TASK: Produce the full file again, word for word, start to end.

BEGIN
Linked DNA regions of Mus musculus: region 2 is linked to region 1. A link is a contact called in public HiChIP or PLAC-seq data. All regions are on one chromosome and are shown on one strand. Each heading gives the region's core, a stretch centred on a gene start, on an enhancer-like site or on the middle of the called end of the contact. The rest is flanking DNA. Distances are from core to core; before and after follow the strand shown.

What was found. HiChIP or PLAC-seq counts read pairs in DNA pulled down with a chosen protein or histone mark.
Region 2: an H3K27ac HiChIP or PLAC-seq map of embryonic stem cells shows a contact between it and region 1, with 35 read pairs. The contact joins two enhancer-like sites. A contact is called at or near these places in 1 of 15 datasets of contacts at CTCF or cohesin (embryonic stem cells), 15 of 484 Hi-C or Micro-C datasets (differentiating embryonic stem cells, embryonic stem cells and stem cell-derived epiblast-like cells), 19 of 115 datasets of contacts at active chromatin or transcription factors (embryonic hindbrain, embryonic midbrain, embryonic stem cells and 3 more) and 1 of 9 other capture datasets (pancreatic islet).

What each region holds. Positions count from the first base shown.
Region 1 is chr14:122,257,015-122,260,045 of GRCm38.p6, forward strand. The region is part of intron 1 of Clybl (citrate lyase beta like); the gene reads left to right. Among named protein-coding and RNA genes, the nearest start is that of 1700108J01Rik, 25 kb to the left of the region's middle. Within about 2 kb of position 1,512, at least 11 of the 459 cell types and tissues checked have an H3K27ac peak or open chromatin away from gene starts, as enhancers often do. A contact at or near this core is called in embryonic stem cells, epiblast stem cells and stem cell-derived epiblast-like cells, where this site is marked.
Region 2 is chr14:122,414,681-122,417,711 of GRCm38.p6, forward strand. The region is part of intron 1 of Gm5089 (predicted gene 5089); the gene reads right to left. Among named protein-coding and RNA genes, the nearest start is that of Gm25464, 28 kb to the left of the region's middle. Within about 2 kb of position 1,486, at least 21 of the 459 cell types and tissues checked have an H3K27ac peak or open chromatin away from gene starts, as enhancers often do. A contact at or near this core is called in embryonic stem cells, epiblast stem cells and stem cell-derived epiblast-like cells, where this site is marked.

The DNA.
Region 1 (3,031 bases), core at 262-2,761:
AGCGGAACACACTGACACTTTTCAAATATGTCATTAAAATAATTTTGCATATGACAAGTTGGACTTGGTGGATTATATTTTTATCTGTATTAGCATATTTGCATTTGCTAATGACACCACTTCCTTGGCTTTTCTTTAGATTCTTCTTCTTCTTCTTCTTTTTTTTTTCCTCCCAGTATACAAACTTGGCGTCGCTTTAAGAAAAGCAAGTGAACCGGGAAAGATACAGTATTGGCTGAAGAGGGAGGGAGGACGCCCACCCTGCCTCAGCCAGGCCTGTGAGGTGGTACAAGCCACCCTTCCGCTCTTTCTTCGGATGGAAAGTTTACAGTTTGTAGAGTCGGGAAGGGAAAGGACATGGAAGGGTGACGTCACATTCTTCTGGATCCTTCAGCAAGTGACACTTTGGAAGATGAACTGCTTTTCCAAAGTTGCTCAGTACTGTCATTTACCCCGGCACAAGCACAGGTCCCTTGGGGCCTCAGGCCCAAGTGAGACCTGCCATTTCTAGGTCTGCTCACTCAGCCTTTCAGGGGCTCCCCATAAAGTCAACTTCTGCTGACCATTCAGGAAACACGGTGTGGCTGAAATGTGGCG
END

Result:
Linked DNA regions of Mus musculus: region 2 is linked to region 1. A link is a contact called in public HiChIP or PLAC-seq data. All regions are on one chromosome and are shown on one strand. Each heading gives the region's core, a stretch centred on a gene start, on an enhancer-like site or on the middle of the called end of the contact. The rest is flanking DNA. Distances are from core to core; before and after follow the strand shown.

What was found. HiChIP or PLAC-seq counts read pairs in DNA pulled down with a chosen protein or histone mark.
Region 2: an H3K27ac HiChIP or PLAC-seq map of embryonic stem cells shows a contact between it and region 1, with 35 read pairs. The contact joins two enhancer-like sites. A contact is called at or near these places in 1 of 15 datasets of contacts at CTCF or cohesin (embryonic stem cells), 15 of 484 Hi-C or Micro-C datasets (differentiating embryonic stem cells, embryonic stem cells and stem cell-derived epiblast-like cells), 19 of 115 datasets of contacts at active chromatin or transcription factors (embryonic hindbrain, embryonic midbrain, embryonic stem cells and 3 more) and 1 of 9 other capture datasets (pancreatic islet).

What each region holds. Positions count from the first base shown.
Region 1 is chr14:122,257,015-122,260,045 of GRCm38.p6, forward strand. The region is part of intron 1 of Clybl (citrate lyase beta like); the gene reads left to right. Among named protein-coding and RNA genes, the nearest start is that of 1700108J01Rik, 25 kb to the left of the region's middle. Within about 2 kb of position 1,512, at least 11 of the 459 cell types and tissues checked have an H3K27ac peak or open chromatin away from gene starts, as enhancers often do. A contact at or near this core is called in embryonic stem cells, epiblast stem cells and stem cell-derived epiblast-like cells, where this site is marked.
Region 2 is chr14:122,414,681-122,417,711 of GRCm38.p6, forward strand. The region is part of intron 1 of Gm5089 (predicted gene 5089); the gene reads right to left. Among named protein-coding and RNA genes, the nearest start is that of Gm25464, 28 kb to the left of the region's middle. Within about 2 kb of position 1,486, at least 21 of the 459 cell types and tissues checked have an H3K27ac peak or open chromatin away from gene starts, as enhancers often do. A contact at or near this core is called in embryonic stem cells, epiblast stem cells and stem cell-derived epiblast-like cells, where this site is marked.

The DNA.
Region 1 (3,031 bases), core at 262-2,761:
AGCGGAACACACTGACACTTTTCAAATATGTCATTAAAATAATTTTGCATATGACAAGTTGGACTTGGTGGATTATATTTTTATCTGTATTAGCATATTTGCATTTGCTAATGACACCACTTCCTTGGCTTTTCTTTAGATTCTTCTTCTTCTTCTTCTTTTTTTTTTCCTCCCAGTATACAAACTTGGCGTCGCTTTAAGAAAAGCAAGTGAACCGGGAAAGATACAGTATTGGCTGAAGAGGGAGGGAGGACGCCCACCCTGCCTCAGCCAGGCCTGTGAGGTGGTACAAGCCACCCTTCCGCTCTTTCTTCGGATGGAAAGTTTACAGTTTGTAGAGTCGGGAAGGGAAAGGACATGGAAGGGTGACGTCACATTCTTCTGGATCCTTCAGCAAGTGACACTTTGGAAGATGAACTGCTTTTCCAAAGTTGCTCAGTACTGTCATTTACCCCGGCACAAGCACAGGTCCCTTGGGGCCTCAGGCCCAAGTGAGACCTGCCATTTCTAGGTCTGCTCACTCAGCCTTTCAGGGGCTCCCCATAAAGTCAACTTCTGCTGACCATTCAGGAAACACGGTGTGGCTGAAATGTGGCG